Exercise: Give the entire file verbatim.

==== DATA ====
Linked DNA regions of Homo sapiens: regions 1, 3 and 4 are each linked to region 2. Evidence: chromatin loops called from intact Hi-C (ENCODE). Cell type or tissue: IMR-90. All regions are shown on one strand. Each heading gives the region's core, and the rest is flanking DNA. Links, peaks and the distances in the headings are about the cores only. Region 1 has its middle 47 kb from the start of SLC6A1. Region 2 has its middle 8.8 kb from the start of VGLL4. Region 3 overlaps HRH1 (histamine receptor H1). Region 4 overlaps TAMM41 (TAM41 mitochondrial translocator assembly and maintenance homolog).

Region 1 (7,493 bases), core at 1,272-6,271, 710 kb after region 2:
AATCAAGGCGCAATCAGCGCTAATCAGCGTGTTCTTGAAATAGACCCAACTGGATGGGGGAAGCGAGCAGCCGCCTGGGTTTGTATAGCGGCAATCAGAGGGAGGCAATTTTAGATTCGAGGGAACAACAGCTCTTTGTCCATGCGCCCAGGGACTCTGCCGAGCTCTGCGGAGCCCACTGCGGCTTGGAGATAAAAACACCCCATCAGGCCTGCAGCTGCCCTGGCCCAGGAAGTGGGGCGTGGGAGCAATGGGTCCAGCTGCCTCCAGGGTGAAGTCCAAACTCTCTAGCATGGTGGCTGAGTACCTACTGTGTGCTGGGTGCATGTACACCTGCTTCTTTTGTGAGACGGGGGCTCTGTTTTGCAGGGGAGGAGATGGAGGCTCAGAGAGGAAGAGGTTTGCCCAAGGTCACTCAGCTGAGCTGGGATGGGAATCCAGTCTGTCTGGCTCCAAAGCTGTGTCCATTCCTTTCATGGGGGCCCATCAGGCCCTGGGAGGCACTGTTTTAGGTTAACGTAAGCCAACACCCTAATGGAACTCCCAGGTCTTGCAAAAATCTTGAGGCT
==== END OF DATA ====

Linked DNA regions of Homo sapiens: regions 1, 3 and 4 are each linked to region 2. Evidence: chromatin loops called from intact Hi-C (ENCODE). Cell type or tissue: IMR-90. All regions are shown on one strand. Each heading gives the region's core, and the rest is flanking DNA. Links, peaks and the distances in the headings are about the cores only. Region 1 has its middle 47 kb from the start of SLC6A1. Region 2 has its middle 8.8 kb from the start of VGLL4. Region 3 overlaps HRH1 (histamine receptor H1). Region 4 overlaps TAMM41 (TAM41 mitochondrial translocator assembly and maintenance homolog).

Region 1 (7,493 bases), core at 1,272-6,271, 710 kb after region 2:
AATCAAGGCGCAATCAGCGCTAATCAGCGTGTTCTTGAAATAGACCCAACTGGATGGGGGAAGCGAGCAGCCGCCTGGGTTTGTATAGCGGCAATCAGAGGGAGGCAATTTTAGATTCGAGGGAACAACAGCTCTTTGTCCATGCGCCCAGGGACTCTGCCGAGCTCTGCGGAGCCCACTGCGGCTTGGAGATAAAAACACCCCATCAGGCCTGCAGCTGCCCTGGCCCAGGAAGTGGGGCGTGGGAGCAATGGGTCCAGCTGCCTCCAGGGTGAAGTCCAAACTCTCTAGCATGGTGGCTGAGTACCTACTGTGTGCTGGGTGCATGTACACCTGCTTCTTTTGTGAGACGGGGGCTCTGTTTTGCAGGGGAGGAGATGGAGGCTCAGAGAGGAAGAGGTTTGCCCAAGGTCACTCAGCTGAGCTGGGATGGGAATCCAGTCTGTCTGGCTCCAAAGCTGTGTCCATTCCTTTCATGGGGGCCCATCAGGCCCTGGGAGGCACTGTTTTAGGTTAACGTAAGCCAACACCCTAATGGAACTCCCAGGTCTTGCAAAAATCTTGAGGCT